Industrial ultrasonic transducers
The reference for phased array probes
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Design notes for phased array
Probes performances

Acoustic solutions - NEW
General purpose arrays
High penetration / wide scan arrays
Small footprint arrays
Low profile arrays

High density matrix arrays
General purpose matrix arrays
High resolution matrix arrays

Smart contact linear arrays
Conformable wedges - NEW
Smart contact matrix arrays
Low frequency contact matrix arrays - NEW
Low profile contact arrays

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Nuclear & power generation
metal Industry
Application examples

Contact Phased Array Transducers

Contact phased array transducers are the most commonly used, as their wide variety enables them to be used for many different applications.
They also allow to generate variable angle refracted beam without wedge, which helps to solve size problems for reduced access applications.


Contact phased array transducers typically combine electronic beam steering and focusing.
To avoid grating lobes, they require a relatively small inter-element pitch.
For linear arrays, the number of elements is typically less than 128, and even 64, as electronic scanning is not often used.
Matrix arrays require 2D sampling, which can easily require up to 256 elements or more.


These transducers can work with angles and electronically-adaptable focusing depths, i.e. without changing or moving the transducer. This allows, in particular:
- a smaller number of probes to be used,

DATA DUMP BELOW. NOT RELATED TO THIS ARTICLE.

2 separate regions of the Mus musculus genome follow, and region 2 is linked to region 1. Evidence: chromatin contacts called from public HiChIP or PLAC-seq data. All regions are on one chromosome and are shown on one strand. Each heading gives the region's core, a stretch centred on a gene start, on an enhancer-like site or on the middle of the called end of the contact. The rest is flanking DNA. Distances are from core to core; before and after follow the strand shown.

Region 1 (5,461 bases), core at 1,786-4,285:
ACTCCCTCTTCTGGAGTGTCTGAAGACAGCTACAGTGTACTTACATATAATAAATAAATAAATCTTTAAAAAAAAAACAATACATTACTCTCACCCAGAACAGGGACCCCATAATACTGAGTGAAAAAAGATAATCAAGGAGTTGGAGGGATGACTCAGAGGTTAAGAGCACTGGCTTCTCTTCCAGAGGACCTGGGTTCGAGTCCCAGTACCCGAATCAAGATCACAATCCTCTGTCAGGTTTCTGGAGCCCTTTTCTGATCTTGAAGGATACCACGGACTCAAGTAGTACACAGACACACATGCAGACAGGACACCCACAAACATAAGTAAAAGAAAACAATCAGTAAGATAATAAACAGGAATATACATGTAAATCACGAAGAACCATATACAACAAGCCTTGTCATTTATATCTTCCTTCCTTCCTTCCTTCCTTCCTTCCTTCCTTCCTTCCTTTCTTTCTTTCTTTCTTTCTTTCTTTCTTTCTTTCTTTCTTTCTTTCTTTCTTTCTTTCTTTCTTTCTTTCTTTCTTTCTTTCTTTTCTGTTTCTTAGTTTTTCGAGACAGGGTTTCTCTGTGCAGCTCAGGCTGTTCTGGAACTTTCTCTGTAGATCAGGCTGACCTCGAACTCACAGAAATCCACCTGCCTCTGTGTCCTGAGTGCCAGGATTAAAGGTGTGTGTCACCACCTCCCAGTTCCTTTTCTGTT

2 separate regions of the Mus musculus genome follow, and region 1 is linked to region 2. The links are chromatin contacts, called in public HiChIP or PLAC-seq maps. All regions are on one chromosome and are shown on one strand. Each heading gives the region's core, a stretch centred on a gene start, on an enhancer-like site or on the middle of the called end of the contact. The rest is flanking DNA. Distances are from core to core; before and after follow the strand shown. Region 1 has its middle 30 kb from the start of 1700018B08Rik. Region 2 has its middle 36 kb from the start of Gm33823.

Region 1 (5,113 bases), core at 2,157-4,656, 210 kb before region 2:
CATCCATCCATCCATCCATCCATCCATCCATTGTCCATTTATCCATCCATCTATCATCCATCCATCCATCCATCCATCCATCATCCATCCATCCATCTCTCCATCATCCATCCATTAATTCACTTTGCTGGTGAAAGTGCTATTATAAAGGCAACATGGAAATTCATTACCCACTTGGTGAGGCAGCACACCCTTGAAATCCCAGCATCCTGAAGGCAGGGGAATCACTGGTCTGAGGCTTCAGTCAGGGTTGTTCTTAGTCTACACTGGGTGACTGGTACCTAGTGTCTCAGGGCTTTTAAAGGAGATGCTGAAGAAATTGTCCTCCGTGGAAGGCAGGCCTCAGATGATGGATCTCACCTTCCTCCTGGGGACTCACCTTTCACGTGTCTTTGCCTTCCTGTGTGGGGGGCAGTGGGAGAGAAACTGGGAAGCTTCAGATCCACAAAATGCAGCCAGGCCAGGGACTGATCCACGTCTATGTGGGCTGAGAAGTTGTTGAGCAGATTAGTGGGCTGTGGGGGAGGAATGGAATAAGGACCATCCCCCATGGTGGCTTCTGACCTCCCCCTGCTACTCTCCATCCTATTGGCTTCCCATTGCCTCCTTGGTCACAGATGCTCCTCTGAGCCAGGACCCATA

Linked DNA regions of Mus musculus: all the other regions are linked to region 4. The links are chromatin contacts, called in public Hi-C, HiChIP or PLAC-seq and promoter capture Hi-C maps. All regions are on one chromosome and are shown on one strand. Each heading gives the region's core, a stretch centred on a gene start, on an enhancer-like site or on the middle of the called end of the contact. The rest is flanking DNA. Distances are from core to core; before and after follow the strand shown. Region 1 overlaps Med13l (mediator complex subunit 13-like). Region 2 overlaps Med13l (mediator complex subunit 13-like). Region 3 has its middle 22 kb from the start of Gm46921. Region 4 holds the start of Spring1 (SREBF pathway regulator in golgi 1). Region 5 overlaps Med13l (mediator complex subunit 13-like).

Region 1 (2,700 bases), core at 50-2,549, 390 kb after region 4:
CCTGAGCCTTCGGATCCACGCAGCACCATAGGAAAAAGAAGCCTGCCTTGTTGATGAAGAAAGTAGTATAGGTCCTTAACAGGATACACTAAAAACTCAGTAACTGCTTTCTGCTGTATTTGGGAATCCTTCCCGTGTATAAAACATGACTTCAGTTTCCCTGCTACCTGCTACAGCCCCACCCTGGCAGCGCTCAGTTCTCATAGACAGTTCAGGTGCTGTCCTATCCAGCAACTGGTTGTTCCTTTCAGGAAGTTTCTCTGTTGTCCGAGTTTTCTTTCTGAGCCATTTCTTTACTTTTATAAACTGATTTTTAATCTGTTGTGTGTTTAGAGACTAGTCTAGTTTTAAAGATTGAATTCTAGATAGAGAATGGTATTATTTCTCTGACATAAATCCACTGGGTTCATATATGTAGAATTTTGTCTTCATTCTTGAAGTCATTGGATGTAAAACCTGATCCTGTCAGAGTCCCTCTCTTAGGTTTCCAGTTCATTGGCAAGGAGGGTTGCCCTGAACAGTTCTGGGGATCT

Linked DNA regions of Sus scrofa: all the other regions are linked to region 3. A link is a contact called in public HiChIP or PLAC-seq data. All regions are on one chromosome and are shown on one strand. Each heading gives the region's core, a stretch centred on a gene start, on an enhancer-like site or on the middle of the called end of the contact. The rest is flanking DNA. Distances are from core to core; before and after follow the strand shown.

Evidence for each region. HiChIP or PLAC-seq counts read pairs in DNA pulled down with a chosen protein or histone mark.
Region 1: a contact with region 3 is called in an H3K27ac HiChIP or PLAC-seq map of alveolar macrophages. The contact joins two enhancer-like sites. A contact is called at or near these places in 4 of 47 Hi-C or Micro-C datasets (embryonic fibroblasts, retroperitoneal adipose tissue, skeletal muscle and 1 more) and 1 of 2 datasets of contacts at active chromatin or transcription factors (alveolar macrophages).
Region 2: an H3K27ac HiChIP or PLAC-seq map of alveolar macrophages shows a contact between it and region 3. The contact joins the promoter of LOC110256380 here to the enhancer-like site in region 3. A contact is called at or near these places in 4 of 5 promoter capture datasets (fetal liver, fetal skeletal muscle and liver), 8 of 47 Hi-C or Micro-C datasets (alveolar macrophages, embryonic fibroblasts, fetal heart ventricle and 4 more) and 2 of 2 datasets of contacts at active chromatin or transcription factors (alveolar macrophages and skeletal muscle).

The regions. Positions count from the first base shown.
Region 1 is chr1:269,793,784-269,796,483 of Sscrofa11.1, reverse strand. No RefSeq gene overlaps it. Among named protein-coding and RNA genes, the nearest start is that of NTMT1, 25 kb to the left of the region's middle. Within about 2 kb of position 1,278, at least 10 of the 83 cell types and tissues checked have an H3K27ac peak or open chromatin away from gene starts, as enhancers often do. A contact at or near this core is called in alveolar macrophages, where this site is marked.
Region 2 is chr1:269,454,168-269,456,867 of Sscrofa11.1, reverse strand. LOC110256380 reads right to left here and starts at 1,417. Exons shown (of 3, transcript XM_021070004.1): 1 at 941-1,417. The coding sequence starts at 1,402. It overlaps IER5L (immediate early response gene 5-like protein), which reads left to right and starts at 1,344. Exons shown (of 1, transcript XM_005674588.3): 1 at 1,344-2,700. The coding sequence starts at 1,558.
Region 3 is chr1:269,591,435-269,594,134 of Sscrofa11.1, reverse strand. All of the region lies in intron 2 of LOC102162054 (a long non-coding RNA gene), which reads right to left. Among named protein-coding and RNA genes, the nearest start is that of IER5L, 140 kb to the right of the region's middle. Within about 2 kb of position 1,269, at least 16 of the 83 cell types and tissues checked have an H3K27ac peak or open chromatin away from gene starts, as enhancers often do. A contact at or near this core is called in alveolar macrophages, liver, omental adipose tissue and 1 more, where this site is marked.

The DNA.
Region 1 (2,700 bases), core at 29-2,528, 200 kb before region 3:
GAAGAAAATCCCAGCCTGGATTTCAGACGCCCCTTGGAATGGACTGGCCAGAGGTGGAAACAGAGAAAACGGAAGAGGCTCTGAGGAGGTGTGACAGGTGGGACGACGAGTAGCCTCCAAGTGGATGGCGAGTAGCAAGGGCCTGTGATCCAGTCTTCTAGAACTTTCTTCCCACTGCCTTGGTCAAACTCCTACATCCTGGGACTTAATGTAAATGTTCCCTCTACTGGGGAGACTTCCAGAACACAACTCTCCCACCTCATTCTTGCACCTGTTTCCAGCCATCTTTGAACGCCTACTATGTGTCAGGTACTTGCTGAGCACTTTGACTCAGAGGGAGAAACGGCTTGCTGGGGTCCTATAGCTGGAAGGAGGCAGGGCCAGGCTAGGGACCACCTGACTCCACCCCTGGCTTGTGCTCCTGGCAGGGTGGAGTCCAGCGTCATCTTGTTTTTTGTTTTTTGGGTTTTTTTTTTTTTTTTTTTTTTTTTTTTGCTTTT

- faster inspection.

They also allow a refracted, non-zero incidence beam to be generated without using a wedge, which opens new possibilities for when there is no room to use a wedge.

Types of Probes

Contact phased array transducers can be classified according to three criteria that can be combined totally independently.

The type of array
- Linear arrays (1D) allow a beam to be driven on a plane
- Matrix arrays (2D) allow 3D steering

The coupling mode
Direct contact, removable or integrated wedge (See below)

The principle of emission-reception
Single-unit or separated transmitter-receiver (TRL/SE probes)

Direct Contact, Integrated or Removable Wedge?

Contact transducers can integrate a non-removable wedge, can be adapted to different removable wedges, or can be used in direct contact without a wedge.

Direct contact

In some cases, contact transducers can be used without a wedge, for example, if there is not enough space available, or to avoid interference echoes from the wedge.
In this configuration, the unseen area below the surface is larger because of the ringing of the excitation signal. Furthermore, deflection without grating lobes at high angles will require smaller spacing, and consequently a larger number of elements.
Finally, in this case, shear waves cannot be generated by mode conversion at the interface between the wedge and the part to be inspected.

Hard face

Wear and tear on the front face may have unexpected effects on probes, such as water penetration or modification of electroacoustical properties.
Conversely, placing a protective layer may alter the pulse length and sensitivity due to the additional interface.
For this reason, IMASONIC has implemented a new hard face material that combines appropriate acoustical impedance for high energy transfer and ten times higher resistance to wear than a conventional front face.

Integrated wedges

An integrated wedge allows a transducer to be more compact and often better adapted to industrial conditions. The coupling between the active part and the wedge is guaranteed by being glued during manufacturing.
Thus it is constant and homogeneous, requires no maintenance and guaran- tees a high level of performance.

Removable wedges

Removable wedges have great flexibility and enable the same transducer to be used in several different configurations. They can also be replaced easily if they show wear or are damaged.


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